U.S. Information Agency:

Options for Addressing Possible Budget Reductions

NSIAD-96-179: Published: Sep 23, 1996. Publicly Released: Sep 23, 1996.

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Pursuant to a congressional request, GAO reviewed the U.S. Information Agency's (USIA) reform and cost-cutting efforts and options that could enable USIA to adjust to reduced budgets.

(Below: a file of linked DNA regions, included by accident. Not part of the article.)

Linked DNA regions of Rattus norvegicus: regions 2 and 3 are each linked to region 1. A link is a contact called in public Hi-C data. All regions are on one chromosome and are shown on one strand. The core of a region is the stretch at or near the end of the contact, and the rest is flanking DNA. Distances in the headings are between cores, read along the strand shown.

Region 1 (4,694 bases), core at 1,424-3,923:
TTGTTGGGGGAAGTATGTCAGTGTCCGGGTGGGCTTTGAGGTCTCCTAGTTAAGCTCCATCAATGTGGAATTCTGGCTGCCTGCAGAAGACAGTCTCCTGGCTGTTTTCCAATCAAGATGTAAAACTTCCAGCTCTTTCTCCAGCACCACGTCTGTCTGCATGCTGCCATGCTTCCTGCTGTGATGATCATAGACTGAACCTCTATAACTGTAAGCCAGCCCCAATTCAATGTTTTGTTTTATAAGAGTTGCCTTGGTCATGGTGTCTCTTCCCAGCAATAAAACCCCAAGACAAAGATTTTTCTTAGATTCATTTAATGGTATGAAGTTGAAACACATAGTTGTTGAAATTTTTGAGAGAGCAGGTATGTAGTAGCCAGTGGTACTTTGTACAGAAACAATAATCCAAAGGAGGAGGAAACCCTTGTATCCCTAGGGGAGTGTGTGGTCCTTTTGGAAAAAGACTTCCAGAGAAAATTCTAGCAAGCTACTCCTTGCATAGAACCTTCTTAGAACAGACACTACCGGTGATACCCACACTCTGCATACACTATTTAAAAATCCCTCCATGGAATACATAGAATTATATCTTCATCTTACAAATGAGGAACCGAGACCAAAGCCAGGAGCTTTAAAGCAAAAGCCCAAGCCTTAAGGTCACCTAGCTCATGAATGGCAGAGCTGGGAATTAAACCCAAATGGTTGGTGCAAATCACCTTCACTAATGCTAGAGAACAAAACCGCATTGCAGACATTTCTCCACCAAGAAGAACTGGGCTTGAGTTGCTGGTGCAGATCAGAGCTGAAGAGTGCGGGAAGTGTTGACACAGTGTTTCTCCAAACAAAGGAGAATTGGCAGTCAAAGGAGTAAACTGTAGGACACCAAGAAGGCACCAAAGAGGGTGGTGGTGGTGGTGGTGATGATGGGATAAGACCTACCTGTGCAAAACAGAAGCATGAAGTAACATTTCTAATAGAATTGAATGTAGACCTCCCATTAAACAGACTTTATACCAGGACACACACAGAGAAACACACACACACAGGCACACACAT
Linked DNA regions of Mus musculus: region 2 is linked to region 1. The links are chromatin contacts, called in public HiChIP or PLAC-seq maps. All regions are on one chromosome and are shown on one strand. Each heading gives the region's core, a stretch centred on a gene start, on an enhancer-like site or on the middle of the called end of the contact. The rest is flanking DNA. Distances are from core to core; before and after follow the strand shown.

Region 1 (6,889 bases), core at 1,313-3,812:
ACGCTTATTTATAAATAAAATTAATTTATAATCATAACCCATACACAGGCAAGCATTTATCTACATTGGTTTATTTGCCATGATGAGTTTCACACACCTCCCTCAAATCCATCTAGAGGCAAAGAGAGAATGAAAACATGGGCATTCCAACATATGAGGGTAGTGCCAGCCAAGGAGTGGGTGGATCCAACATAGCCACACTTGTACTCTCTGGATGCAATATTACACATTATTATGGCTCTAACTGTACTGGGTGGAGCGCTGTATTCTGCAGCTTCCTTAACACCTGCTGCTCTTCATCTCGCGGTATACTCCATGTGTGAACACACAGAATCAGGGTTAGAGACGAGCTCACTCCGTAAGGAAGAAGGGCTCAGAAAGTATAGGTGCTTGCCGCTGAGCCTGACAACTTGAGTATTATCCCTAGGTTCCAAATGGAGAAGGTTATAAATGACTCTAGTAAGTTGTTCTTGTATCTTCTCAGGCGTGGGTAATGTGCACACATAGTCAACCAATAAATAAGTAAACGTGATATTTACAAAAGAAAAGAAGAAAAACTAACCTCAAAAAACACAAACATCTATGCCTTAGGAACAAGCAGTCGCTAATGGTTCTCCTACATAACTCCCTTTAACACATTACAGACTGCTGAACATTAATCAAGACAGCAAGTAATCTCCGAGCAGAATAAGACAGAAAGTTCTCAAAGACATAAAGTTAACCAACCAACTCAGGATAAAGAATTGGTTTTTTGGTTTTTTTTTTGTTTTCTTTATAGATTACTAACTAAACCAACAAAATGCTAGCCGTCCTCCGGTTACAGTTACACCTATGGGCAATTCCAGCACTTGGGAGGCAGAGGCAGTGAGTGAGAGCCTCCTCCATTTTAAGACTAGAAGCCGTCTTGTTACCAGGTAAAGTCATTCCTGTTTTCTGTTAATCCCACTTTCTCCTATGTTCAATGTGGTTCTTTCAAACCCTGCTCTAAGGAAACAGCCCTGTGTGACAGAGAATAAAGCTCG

GAO found that: (1) USIA believes that reaching out to foreign publics and telling America's story remains critical to U.S. foreign policy goals, and agency officials believe that further significant reductions could greatly hamper USIA's mission; (2) USIA believes it has undergone an extensive reorganization and downsizing, responsive to both U.S. foreign policy priorities and needs, as well as budget constraints; (3) new fiscal realities may force USIA to make additional choices about resource priorities and eliminate certain programs or locations of activities; (4) GAO believes that USIA could take steps to further reduce its costs, while continuing to protect U.S. interests, if fiscal conditions require; (5) to sustain a major reduction, USIA may have to consider closing more posts than it presently plans in countries where USIA has determined that the United States has limited public diplomacy goals; (6) another option would be to reconfigure USIA's overseas presence, which is currently based on a structure established after World War II; (7) Congress has already scaled back funding for some exchanges, but eliminating one or more exchanges, which would require Congress' approval, is also an option to reduce costs; (8) USIA exchanges permit the U.S. government to target potential leaders overseas, and consideration should be given to the potential impact that cutting exchanges would have on bilateral relationships with foreign countries; (9) soliciting increased foreign government and private-sector support is also an option to lessen USIA's costs; (10) Congress has reduced funding for all nonmilitary international broadcasting activities and mandated their consolidation; (11) modest economies are possible by eliminating overlap among broadcasters; and (12) any substantial funding cuts, however, would require major changes to the number of language services and broadcast hours, and past experience has shown that eliminating even one language is a difficult process, requiring concurrence from a wide range of interest groups and members of Congress.

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